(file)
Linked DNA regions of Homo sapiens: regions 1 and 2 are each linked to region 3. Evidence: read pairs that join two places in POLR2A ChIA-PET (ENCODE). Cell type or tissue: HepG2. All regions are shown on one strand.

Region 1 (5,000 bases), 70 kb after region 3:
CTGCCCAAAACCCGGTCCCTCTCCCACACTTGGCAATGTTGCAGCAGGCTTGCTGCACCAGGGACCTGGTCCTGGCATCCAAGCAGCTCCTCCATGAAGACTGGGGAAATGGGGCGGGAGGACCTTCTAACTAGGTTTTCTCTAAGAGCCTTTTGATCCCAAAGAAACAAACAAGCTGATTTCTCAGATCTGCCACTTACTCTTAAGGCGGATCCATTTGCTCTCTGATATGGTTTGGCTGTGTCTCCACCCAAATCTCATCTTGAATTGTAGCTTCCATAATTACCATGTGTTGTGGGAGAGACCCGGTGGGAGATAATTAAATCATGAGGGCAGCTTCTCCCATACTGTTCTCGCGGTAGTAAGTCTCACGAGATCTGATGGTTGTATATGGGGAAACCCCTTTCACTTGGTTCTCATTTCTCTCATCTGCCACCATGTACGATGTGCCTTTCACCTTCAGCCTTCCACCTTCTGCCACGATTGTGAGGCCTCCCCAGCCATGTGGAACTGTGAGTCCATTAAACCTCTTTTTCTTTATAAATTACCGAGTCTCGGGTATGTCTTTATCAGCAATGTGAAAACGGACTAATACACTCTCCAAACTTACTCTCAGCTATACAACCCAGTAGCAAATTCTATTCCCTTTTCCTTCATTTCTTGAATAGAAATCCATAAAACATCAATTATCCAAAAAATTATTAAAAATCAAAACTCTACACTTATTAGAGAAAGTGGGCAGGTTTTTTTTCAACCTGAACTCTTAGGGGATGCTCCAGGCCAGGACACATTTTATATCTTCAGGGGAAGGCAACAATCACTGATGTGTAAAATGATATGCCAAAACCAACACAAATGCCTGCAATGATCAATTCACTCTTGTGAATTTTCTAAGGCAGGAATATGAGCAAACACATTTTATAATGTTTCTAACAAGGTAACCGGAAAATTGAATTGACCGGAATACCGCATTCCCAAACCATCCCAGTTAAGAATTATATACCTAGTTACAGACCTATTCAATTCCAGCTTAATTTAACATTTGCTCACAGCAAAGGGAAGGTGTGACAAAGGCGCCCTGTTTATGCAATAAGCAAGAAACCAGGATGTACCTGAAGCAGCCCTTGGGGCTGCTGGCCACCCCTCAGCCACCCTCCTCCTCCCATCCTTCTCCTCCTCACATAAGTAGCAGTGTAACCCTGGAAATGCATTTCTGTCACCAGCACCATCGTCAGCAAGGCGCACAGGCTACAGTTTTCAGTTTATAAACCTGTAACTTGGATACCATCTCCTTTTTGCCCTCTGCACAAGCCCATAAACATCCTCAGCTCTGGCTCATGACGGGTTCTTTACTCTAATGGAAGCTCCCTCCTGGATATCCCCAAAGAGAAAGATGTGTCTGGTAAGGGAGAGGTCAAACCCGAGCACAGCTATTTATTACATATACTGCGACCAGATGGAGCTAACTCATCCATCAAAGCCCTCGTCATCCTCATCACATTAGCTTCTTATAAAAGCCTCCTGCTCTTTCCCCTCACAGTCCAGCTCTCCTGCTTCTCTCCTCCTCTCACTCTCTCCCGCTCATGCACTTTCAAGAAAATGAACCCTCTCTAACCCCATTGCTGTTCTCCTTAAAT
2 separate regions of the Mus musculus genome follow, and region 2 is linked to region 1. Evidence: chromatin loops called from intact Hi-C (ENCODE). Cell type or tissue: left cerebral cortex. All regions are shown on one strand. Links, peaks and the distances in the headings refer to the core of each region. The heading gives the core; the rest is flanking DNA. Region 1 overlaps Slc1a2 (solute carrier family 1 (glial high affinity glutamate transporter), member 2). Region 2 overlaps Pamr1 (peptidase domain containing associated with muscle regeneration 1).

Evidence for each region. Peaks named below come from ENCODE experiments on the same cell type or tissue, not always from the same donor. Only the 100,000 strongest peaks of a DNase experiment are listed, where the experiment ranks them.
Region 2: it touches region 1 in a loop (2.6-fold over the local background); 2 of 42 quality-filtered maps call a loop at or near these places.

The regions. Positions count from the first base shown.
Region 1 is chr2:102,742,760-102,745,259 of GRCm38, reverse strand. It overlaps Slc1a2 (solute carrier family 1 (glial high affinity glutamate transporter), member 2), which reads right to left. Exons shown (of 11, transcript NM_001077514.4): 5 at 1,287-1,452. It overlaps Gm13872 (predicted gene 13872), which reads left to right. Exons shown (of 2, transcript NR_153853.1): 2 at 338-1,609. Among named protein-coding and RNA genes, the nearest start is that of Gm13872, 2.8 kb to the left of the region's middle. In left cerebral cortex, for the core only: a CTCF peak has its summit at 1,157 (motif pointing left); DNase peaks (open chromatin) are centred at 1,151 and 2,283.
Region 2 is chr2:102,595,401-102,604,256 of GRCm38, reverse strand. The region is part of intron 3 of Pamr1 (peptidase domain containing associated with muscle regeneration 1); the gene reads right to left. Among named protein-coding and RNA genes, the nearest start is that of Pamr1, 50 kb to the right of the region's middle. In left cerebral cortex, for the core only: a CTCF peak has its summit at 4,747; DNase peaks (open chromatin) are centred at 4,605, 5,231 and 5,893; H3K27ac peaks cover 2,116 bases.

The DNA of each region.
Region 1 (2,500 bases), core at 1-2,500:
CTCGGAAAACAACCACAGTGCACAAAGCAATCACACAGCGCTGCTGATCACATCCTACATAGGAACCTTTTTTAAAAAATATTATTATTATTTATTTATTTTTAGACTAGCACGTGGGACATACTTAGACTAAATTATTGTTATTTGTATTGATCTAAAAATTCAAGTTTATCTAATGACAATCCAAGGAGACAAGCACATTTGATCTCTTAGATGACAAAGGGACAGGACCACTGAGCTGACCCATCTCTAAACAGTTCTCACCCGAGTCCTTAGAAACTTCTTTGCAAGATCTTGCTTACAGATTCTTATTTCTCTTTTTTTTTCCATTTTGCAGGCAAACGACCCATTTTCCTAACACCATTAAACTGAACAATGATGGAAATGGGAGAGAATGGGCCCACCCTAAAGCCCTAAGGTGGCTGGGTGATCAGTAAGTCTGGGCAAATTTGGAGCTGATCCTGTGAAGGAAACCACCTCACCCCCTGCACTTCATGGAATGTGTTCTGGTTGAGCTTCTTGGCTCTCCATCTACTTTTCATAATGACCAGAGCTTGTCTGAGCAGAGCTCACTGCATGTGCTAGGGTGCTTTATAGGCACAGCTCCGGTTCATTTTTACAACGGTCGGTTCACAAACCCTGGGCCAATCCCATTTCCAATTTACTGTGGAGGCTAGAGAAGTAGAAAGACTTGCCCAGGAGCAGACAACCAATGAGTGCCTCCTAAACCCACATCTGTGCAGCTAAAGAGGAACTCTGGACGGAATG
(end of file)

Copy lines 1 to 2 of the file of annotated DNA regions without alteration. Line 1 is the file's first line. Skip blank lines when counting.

Linked DNA regions of Homo sapiens: regions 1 and 2 are each linked to region 3. Evidence: read pairs that join two places in POLR2A ChIA-PET (ENCODE). Cell type or tissue: HepG2. All regions are shown on one strand.

Region 1 (5,000 bases), 70 kb after region 3: